Main museum building was designed by Kengo Kuma of Suntory Museum of Art (Tokyo) and LVMH Japan headquarters fame.  The approach into the museum from the main road follows a cantilever covered corridor with bamboo fence on the roadside and timber wall on the other.

bamboo fence and walkway into museum entrance creates complete enclosure from the main road

The big, minimal Kuma signature roof line dominates the museum. Kuma’s roofs are abstractions of traditional Japanese architecture, overhanging eaves shelter and shade from the exterior while creating a vast and lofty interior space freeing up imagination for function. Indoor ceiling is clad with long wood panels creating a sense of warmth and protection under the huge roof.

Big, minimal roof is a Kuma signature

Museum is surrounded by Japanese garden and duck ponds rich with trees and plants designed to reflect the four seasons. Lush bamboo groves boast its resilience in the coldest months keeping the garden green in all seasons.  Four tea houses are dotted around the grounds are named and labelled on garden maps but not allowed entry.

Small museum shop packs in more quality object d’art than any of its peers from paper cards of all ingenious designs and shapes, traditional ceramics and lacquerware, furoshiki (traditional wrapping fabric) and of course coffee table books.  Museum is worth the visit just for gift shopping.  Just at the entrance of the garden is a glass encased, light and airy cafe (NEZUCAFE) serving Japanese style western meals (read pastry, salad and pasta).

Nezu Museum  6-5-1 Minamiaoyama, Minato-ku, Tokyo 107-0062

Tue through Sun 10am – 5pm

NezuCafe last order 415pm

MuCEM (Musée des Civilisations de l’Europe et de la Méditerranée)

MuCEM, together with the renovation of the waterfront, was supposed to be the centerpiece of Marseille’s reboot into the new century when it was named European Capital of Culture for 2013.  The historically gritty port’s moment in the sun to look up … a transformation of sorts.  The museum is built on reclaimed land at the entrance to Vieux Port next to the site of the 17th-century Fort Saint-Jean.
Now that the fanfare has subsided, it seems as though the waterfront rehab has achieved little to invigorate and MuCEM not able to create the pull it was intended to.  Visiting MuCEM is a tortuous pilgrimage from beginning to end. So unintuitively discrete is the main gate, I found myself circling around the grandiose structure wanting an entry.  Experience inside the dim, low-ceilinged structure is even more wanting.


Ground level, inside the dim, low ceiling structure

As you enter the security gate and stand in the lobby, there’s no architectural or design cue that helps lead one to any particular direction – you are lost before you started. Meander in and out of bookshop, cafe and permanent exhibition space, you struggle yourself up an escalator tucked away in back corner.


Standing in the lobby with no design cue to lead one to any particular direction

Navigation doesn’t get easier as you climb the 1st and 2nd floor temporary exhibition space. Walkways that lead to abrupt corners which are dead ends with blocking tapes. Heavy glass doors with unintuitive door handles that won’t open (why does exhibition space need doors?).  Claustrophobic exhibition space adds to the confusion – stunted by low ceilings, corridors endlessly circle ensuring to tire the exhibition goers.


As unhelpful is the access and allocation of space, the most unintuitive about MuCEM is that you cannot see the Mediterranean.  Once inside this shrine for Mediterranean history and culture, you’re completely disconnected from the environs it’s supposed to define… The latticework shell encasing the concrete and glass cube prohibitively obstructs the panorama out to the ocean, corniche and Fort St.-Jean.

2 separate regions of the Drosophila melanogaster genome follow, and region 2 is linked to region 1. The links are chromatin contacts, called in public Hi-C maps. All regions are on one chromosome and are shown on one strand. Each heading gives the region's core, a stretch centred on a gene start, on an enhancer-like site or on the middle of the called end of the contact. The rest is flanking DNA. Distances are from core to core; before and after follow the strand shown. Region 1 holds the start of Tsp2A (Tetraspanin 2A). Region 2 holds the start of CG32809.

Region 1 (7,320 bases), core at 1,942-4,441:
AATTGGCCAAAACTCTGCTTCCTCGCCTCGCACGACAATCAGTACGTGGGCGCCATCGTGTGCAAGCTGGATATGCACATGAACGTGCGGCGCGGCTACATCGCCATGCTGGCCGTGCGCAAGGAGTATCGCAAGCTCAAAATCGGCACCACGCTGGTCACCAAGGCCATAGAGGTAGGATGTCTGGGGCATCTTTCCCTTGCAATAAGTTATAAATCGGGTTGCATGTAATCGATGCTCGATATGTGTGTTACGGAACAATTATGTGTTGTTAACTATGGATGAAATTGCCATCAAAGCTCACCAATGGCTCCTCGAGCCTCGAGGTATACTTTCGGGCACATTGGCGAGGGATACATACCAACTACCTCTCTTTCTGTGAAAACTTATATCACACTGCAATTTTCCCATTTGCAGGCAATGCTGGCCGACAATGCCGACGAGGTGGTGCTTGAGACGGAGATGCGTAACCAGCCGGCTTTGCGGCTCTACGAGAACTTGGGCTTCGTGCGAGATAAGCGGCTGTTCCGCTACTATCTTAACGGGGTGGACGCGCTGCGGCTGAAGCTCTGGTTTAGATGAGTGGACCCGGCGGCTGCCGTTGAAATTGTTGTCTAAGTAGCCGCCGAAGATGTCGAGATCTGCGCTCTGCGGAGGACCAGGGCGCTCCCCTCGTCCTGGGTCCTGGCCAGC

Litticework shell encasing the cube hinders the perspective it is supposed to define, Mediterranean

As I climb the ramps and plunge into another corner staircase which doesn’t connect to anywhere, I pause to dispel any lingering doubts that this architect’s experiment does little to add to our understanding of the history of our civilizations.

MuCEM (Musée des Civilisations de l’Europe et de la Méditerranée)

7 Promenade Robert Laffont – 13002 Marseille

Hours 1100- 1900 (summer 2000, winter 1800), Fri until 2200 (May 2-Oct 31)

Permanent & temporary exhibition – eur 12 / concession eur 5 / family eur 15 (up to 5 children w/ 2 adults)




Star architect mania in Minami Aoyama


Minami Aoyama (South Aoyama) is the area north and south of Omotesando dori, east of Omotesando Metro station. It is an haute couture version of its neighboring Kita Aoyama (North Aoyama) and has a more relaxed and refined atmosphere. Even on Sunday afternoons crowding is less of a problem to be able to stroll around furniture shops and designer boutiques.

The neighbourhood is a pilgrimage of sort to Pritzker Prize winners competing in some extraordinary modern-design contest from Chanel’s Peter Marino-designed black and white cube to Jun Aoki’s stacked-box design for Louis Vuitton.

Around 2003-2004 the area witnessed a significant facelift with a rush of star architect mania in flagship designer shops.  Inflection point was perhaps the Prada building, just south of the Omotesando intersection in Minami Aoyama is a spectacular, six story stake of crystal bubbles by Herzog and de Meuron, built in 2003 at a cost of US$80 million.


Prada by day

Prada by night

Diagonally opposite is Miu Miu again by Herzog & de Muron covered by a huge steel flap but underneath reveals warm copper sheets. Together with Stella Maccartney sporting a cubic cantilever mesh facade made from aluminium, the two buildings weighs down the avenue with two gigantic white cubes.

One of my favourite is Toyo Ito’s Tod’s, concrete structure as surface in which overlapping tree silhouettes soars from the ground. It sits on an L shaped plot with very narrow frontage which must have been an interesting design challenge.

Obstructing half of that L shaped Toyo Ito building is Norihiko Dan’s Hugo Boss store.  I cannot apologize more for this Babel tower like structure with brute columns surrounding the facade but it is a force to be reckoned with and does reflect the pulsing energy of Omotesando.

Intersect by LEXUS is a space true to its ‘multi-purpose space’ concept which houses a cafe, bistro, LEXUS garage and retail.  A space generating so little revenue on a piece of world’s most expensive real estate could only exist for LEXUS in Tokyo… The glass box lined with wooden mesh wire is designed by Wonderwall, an interior design firm of Masamichi Katayama.